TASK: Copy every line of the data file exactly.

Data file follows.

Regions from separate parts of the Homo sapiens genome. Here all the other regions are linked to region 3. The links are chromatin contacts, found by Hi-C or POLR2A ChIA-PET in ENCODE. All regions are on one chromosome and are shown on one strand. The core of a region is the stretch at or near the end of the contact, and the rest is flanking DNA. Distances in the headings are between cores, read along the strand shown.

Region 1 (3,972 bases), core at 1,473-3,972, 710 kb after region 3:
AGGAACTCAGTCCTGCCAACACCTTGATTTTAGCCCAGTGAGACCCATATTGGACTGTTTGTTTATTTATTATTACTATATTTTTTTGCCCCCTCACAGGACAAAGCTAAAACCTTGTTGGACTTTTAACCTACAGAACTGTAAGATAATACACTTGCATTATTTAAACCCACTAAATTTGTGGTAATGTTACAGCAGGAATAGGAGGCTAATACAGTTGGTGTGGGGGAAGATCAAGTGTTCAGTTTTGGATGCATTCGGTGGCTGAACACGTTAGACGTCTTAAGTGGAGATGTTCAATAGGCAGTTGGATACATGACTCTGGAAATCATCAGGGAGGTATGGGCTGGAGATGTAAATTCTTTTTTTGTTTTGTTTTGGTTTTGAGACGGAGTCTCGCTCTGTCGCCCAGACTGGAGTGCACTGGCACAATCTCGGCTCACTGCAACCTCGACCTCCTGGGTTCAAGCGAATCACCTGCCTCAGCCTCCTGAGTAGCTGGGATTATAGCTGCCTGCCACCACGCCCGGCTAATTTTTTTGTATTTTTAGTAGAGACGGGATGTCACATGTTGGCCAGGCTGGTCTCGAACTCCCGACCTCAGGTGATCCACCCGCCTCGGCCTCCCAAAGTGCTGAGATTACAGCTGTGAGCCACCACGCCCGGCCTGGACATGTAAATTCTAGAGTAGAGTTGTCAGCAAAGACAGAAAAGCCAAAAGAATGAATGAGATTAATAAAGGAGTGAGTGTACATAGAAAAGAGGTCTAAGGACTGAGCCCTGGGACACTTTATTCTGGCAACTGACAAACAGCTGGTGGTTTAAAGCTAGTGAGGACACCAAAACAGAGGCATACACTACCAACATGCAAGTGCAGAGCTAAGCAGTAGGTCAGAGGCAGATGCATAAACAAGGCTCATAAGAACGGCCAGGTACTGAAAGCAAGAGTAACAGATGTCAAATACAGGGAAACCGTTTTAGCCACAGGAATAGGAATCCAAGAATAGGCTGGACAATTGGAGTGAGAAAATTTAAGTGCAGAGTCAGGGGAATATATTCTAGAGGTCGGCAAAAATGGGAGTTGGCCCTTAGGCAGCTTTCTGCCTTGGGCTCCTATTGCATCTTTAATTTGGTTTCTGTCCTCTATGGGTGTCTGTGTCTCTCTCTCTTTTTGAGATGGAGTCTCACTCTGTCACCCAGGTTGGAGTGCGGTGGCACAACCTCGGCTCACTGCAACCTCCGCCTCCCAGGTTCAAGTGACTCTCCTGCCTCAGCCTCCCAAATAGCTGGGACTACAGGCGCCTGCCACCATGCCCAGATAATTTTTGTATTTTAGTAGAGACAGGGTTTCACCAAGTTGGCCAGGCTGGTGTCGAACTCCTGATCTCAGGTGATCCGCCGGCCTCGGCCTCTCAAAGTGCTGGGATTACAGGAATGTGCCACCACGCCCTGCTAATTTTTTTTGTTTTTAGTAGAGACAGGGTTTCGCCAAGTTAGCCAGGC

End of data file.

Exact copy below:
Regions from separate parts of the Homo sapiens genome. Here all the other regions are linked to region 3. The links are chromatin contacts, found by Hi-C or POLR2A ChIA-PET in ENCODE. All regions are on one chromosome and are shown on one strand. The core of a region is the stretch at or near the end of the contact, and the rest is flanking DNA. Distances in the headings are between cores, read along the strand shown.

Region 1 (3,972 bases), core at 1,473-3,972, 710 kb after region 3:
AGGAACTCAGTCCTGCCAACACCTTGATTTTAGCCCAGTGAGACCCATATTGGACTGTTTGTTTATTTATTATTACTATATTTTTTTGCCCCCTCACAGGACAAAGCTAAAACCTTGTTGGACTTTTAACCTACAGAACTGTAAGATAATACACTTGCATTATTTAAACCCACTAAATTTGTGGTAATGTTACAGCAGGAATAGGAGGCTAATACAGTTGGTGTGGGGGAAGATCAAGTGTTCAGTTTTGGATGCATTCGGTGGCTGAACACGTTAGACGTCTTAAGTGGAGATGTTCAATAGGCAGTTGGATACATGACTCTGGAAATCATCAGGGAGGTATGGGCTGGAGATGTAAATTCTTTTTTTGTTTTGTTTTGGTTTTGAGACGGAGTCTCGCTCTGTCGCCCAGACTGGAGTGCACTGGCACAATCTCGGCTCACTGCAACCTCGACCTCCTGGGTTCAAGCGAATCACCTGCCTCAGCCTCCTGAGTAGCTGGGATTATAGCTGCCTGCCACCACGCCCGGCTAATTTTTTTGTATTTTTAGTAGAGACGGGATGTCACATGTTGGCCAGGCTGGTCTCGAACTCCCGACCTCAGGTGATCCACCCGCCTCGGCCTCCCAAAGTGCTGAGATTACAGCTGTGAGCCACCACGCCCGGCCTGGACATGTAAATTCTAGAGTAGAGTTGTCAGCAAAGACAGAAAAGCCAAAAGAATGAATGAGATTAATAAAGGAGTGAGTGTACATAGAAAAGAGGTCTAAGGACTGAGCCCTGGGACACTTTATTCTGGCAACTGACAAACAGCTGGTGGTTTAAAGCTAGTGAGGACACCAAAACAGAGGCATACACTACCAACATGCAAGTGCAGAGCTAAGCAGTAGGTCAGAGGCAGATGCATAAACAAGGCTCATAAGAACGGCCAGGTACTGAAAGCAAGAGTAACAGATGTCAAATACAGGGAAACCGTTTTAGCCACAGGAATAGGAATCCAAGAATAGGCTGGACAATTGGAGTGAGAAAATTTAAGTGCAGAGTCAGGGGAATATATTCTAGAGGTCGGCAAAAATGGGAGTTGGCCCTTAGGCAGCTTTCTGCCTTGGGCTCCTATTGCATCTTTAATTTGGTTTCTGTCCTCTATGGGTGTCTGTGTCTCTCTCTCTTTTTGAGATGGAGTCTCACTCTGTCACCCAGGTTGGAGTGCGGTGGCACAACCTCGGCTCACTGCAACCTCCGCCTCCCAGGTTCAAGTGACTCTCCTGCCTCAGCCTCCCAAATAGCTGGGACTACAGGCGCCTGCCACCATGCCCAGATAATTTTTGTATTTTAGTAGAGACAGGGTTTCACCAAGTTGGCCAGGCTGGTGTCGAACTCCTGATCTCAGGTGATCCGCCGGCCTCGGCCTCTCAAAGTGCTGGGATTACAGGAATGTGCCACCACGCCCTGCTAATTTTTTTTGTTTTTAGTAGAGACAGGGTTTCGCCAAGTTAGCCAGGC